Many immigrants come to the United States seeking a better life. Although it can be difficult to become a permanent resident, the hardship evaluation can help prove that deportation of the immigrant would cause extreme hardship on that person’s resident spouse or child/ren, or on the individual. It has been shown that an immigration psychological evaluation can be a deciding factor on whether the case has a positive outcome (Ackerman, 2013.).Since not all immigration attorneys are aware of how helpful the evaluation can be to their case, the individual may want to request a referral from their attorney to see an immigration psychologist. The individual can also seek out an immigration psychologist themself. The psychologist will use different assessments to determine that extreme hardship exists. The evaluation will prove that psychological and/or medical disorders would worsen if the immigrant left the United States. The evaluation will also discuss the emotional impact the immigrant would experience if they were separated from their loved ones by relocating from the United States and/or the negative psychological and emotional impact on the person’s resident family members (Cho, 2014). Since cumulative factors are more likely to show extreme hardship (Chapter 5-Extreme Hardship Consideration and Factors, 2020), it is important to choose a psychologist who knows how to assess for many different factors
Factors that can help an immigrant stay in the United States are many and include political asylum, domestic abuse, cognitive impairment, and Deferred Action for Childhood Arrivals (DACA; Ackerman, 2013). Other factors include the impact on family ties, social and cultural impacts, economic impact, health condition and care, and travel warnings (Chapter 5 et. al., 2020). Particularly significant factors include having “a qualifying relative [who] was previously granted Iraqi or Afghan immigrant status,” having a qualifying relative who depends on the immigrant for physical care, having a severe mental illness (i.e. Schizophrenia, etc.), and having a qualifying relative who is an active member of the U. S. military (Para. 17-26). In essence, it must be proven that the immigrant’s relocation outside of the U. S. would have a dire impact on his/her qualifying family member/s residing within the U. S., or that the impact on the immigrant would be too great to overcome (e.g. No suitable, needed health care in the country of origin). A well-qualified immigration psychologist can help prepare a report that would prove one or more of these factors exist.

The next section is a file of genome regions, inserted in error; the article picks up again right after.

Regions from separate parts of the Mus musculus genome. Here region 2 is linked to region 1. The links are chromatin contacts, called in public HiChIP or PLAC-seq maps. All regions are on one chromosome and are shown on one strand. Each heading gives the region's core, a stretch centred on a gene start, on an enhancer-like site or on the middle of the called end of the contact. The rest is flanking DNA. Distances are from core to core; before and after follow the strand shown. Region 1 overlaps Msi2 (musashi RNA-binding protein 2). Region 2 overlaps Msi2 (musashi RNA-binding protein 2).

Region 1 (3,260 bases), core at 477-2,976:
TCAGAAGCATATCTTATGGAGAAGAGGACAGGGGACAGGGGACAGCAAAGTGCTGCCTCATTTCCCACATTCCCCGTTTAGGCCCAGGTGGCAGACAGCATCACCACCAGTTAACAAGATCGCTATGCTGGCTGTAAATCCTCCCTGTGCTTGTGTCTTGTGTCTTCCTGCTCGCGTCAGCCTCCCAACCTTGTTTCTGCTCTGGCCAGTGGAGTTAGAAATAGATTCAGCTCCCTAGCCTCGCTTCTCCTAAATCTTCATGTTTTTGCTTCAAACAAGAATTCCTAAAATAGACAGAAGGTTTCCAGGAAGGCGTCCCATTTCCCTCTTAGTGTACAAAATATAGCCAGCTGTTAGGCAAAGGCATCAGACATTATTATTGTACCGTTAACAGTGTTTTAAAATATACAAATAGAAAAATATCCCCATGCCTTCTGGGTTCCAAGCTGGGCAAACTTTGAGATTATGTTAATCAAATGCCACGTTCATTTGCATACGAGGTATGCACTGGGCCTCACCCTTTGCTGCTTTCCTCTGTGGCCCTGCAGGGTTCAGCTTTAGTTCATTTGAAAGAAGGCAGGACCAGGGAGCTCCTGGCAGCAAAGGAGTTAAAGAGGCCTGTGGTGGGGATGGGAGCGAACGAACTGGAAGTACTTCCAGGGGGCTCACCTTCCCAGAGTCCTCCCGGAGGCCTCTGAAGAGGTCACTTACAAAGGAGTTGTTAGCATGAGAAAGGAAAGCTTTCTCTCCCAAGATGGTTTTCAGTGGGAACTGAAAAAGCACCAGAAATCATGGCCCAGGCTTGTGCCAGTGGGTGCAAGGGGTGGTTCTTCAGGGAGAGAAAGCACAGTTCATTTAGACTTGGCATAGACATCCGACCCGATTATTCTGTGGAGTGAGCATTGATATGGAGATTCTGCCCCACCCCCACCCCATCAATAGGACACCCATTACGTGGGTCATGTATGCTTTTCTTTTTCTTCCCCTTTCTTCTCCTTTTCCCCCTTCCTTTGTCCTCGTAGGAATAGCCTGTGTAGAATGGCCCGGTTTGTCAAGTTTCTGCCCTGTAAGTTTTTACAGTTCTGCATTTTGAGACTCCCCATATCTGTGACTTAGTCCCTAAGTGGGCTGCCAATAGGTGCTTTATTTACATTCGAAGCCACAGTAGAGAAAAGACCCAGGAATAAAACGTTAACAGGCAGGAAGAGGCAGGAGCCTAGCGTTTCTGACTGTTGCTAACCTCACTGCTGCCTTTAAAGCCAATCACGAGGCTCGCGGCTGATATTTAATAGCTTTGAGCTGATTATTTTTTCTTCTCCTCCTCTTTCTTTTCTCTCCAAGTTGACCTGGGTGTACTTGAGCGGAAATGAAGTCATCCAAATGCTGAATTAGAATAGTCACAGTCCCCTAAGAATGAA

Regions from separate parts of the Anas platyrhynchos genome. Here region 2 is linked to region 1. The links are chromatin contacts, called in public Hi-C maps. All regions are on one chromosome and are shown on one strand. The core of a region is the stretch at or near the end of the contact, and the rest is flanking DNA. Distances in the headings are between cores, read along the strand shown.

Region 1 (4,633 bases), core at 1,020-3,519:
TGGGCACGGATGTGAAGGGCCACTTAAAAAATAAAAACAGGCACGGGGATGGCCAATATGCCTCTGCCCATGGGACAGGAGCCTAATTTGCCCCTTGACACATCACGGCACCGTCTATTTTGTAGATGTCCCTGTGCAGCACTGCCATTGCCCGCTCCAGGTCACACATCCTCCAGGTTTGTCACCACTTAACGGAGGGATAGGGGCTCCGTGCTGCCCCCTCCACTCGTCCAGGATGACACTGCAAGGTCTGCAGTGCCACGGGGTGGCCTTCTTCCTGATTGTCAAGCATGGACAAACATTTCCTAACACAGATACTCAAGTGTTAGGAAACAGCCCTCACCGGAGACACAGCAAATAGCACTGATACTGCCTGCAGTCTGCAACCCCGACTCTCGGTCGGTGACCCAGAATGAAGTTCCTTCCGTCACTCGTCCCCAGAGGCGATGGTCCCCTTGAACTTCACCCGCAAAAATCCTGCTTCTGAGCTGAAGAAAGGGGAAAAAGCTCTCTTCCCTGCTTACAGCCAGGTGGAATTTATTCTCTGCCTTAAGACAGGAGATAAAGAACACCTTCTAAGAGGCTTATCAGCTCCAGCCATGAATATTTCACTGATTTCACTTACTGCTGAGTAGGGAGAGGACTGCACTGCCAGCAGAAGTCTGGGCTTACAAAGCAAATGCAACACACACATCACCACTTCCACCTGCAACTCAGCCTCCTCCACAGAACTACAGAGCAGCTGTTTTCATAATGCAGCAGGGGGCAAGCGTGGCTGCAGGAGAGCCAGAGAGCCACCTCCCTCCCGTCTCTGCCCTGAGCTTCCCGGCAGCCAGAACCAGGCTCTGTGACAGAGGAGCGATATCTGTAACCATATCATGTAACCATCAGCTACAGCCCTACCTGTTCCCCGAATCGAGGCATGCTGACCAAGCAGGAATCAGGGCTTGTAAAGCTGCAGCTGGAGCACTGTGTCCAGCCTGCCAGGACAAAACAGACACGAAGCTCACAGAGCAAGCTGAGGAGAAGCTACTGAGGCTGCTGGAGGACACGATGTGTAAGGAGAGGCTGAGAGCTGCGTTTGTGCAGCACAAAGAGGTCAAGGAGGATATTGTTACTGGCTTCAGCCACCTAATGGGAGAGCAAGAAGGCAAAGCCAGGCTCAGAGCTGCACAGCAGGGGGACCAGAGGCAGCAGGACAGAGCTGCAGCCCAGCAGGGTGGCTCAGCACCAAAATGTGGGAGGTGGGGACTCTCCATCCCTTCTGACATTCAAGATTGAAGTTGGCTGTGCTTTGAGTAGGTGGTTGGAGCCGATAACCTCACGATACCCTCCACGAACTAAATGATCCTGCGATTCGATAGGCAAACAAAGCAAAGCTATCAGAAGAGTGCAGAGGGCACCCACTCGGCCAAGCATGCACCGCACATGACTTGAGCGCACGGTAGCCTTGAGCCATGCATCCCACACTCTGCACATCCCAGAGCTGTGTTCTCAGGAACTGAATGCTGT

Immigration psychological assessments are very comprehensive. They often consist of different assessments to diagnose psychological conditions and an extensive review of the immigrant’s history, including medical history. The immigrant’s family and cultural situations will be discussed, as well as the status of their home country. There will also be questions about the immigrant’s work status. Immigrants may wrongly assume they must complete therapeutic treatment in order to be eligible for a hardship evaluation, but this is not the case. The hardship waiver can be submitted whether or not the individual is already seeing a clinician (McLawsen, 2011). There are good questions to ask the hardship psychologist, which include: the number of hardship evaluations completed, the expertise of administering and interpreting psychological tests, the experience of the psychologist in writing for a legal audience, the training the psychologist received, and if an interpreter can be used during the evaluation (Ackerman, 2013). Obtaining a hardship waiver can be a scary time for an immigrant but having a qualified immigrant psychologist complete a hardship evaluation can help ease concerns, putting power back into the hands of the individual.
Gwendolyn Musick-MA Candidate
Ackerman, M. D. (2013). Finding an Expert to Conduct the Immigration Hardship Psychological Evaluation. American Psychology-Law Society annual conference in Portland, OR. Chapter 5-Extreme Hardship Consideration and Factors (2020, May 21).
U. S. Citizen and Immigration Services. https://www.uscis.gov/policy-manual/volume-9-part-b-chapter-5 Cho, M. (2014). How to Prepare a Powerful Psychological Evaluation to Prove Extreme Hardship for the I-601 and I-601A Waiver. Accessed May 21, 2020, from https://www.smartimmigrationlawyer.com/i-601-i-601a-psych-evaluation/
McLawsen, G. (2011). Using psychological experts to prove extreme hardship. Accessed May 21, 2020, from https://www.soundimmigration.com/using-psychological-experts-to-prove-extreme-hardship/